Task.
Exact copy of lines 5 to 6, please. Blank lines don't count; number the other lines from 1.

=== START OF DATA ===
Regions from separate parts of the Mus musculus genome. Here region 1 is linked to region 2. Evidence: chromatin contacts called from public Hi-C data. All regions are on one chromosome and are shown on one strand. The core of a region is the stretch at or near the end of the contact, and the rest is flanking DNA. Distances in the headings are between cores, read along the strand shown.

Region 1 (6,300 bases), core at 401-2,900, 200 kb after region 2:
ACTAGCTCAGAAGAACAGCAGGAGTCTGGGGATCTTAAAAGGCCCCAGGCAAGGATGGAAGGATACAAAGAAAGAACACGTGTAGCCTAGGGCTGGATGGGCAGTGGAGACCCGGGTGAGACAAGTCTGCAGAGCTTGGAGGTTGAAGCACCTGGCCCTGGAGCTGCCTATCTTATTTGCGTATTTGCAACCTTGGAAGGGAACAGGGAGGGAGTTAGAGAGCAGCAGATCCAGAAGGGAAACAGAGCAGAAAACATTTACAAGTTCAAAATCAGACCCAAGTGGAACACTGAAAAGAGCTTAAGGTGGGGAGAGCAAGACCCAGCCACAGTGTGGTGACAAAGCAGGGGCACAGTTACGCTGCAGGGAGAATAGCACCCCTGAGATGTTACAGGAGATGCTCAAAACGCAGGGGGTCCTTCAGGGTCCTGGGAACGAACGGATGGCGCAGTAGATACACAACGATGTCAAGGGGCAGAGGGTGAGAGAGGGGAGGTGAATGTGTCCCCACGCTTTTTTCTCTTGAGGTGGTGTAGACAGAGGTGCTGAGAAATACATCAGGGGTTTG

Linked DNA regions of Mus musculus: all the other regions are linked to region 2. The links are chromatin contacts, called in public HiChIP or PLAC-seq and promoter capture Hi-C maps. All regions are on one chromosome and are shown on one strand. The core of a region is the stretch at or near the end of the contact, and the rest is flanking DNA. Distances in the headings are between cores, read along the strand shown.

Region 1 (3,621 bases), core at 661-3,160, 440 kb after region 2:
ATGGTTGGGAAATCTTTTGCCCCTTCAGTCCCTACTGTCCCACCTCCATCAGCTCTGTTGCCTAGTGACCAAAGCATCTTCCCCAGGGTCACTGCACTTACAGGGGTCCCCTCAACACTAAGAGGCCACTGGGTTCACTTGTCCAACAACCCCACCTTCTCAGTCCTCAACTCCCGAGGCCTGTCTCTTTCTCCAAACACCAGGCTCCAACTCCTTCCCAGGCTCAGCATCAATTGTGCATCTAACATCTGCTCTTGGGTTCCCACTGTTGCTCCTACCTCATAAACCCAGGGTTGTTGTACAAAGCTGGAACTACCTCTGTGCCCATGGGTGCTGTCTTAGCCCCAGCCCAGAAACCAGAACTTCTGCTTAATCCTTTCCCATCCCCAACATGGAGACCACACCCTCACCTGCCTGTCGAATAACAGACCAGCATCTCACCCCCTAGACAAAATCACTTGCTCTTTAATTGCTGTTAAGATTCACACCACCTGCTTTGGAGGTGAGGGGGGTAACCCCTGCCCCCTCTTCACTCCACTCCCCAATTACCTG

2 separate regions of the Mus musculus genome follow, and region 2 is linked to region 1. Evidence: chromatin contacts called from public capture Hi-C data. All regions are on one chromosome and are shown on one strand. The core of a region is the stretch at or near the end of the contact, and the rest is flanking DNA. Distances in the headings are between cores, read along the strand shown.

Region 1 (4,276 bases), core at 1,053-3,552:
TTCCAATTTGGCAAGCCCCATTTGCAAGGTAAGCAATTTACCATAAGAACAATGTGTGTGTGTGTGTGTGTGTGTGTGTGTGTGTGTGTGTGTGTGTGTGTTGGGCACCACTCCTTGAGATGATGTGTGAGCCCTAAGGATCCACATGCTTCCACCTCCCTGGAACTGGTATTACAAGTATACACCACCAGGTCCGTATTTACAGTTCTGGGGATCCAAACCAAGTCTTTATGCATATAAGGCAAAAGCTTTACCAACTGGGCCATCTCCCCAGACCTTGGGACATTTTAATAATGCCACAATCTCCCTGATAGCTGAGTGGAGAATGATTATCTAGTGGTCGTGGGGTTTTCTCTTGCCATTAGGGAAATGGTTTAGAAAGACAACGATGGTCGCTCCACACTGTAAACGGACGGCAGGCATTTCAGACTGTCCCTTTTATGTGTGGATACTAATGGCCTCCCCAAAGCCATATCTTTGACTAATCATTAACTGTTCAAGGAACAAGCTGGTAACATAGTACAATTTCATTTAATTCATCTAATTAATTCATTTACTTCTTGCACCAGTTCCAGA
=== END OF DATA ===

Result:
Region 1 (3,621 bases), core at 661-3,160, 440 kb after region 2:
ATGGTTGGGAAATCTTTTGCCCCTTCAGTCCCTACTGTCCCACCTCCATCAGCTCTGTTGCCTAGTGACCAAAGCATCTTCCCCAGGGTCACTGCACTTACAGGGGTCCCCTCAACACTAAGAGGCCACTGGGTTCACTTGTCCAACAACCCCACCTTCTCAGTCCTCAACTCCCGAGGCCTGTCTCTTTCTCCAAACACCAGGCTCCAACTCCTTCCCAGGCTCAGCATCAATTGTGCATCTAACATCTGCTCTTGGGTTCCCACTGTTGCTCCTACCTCATAAACCCAGGGTTGTTGTACAAAGCTGGAACTACCTCTGTGCCCATGGGTGCTGTCTTAGCCCCAGCCCAGAAACCAGAACTTCTGCTTAATCCTTTCCCATCCCCAACATGGAGACCACACCCTCACCTGCCTGTCGAATAACAGACCAGCATCTCACCCCCTAGACAAAATCACTTGCTCTTTAATTGCTGTTAAGATTCACACCACCTGCTTTGGAGGTGAGGGGGGTAACCCCTGCCCCCTCTTCACTCCACTCCCCAATTACCTG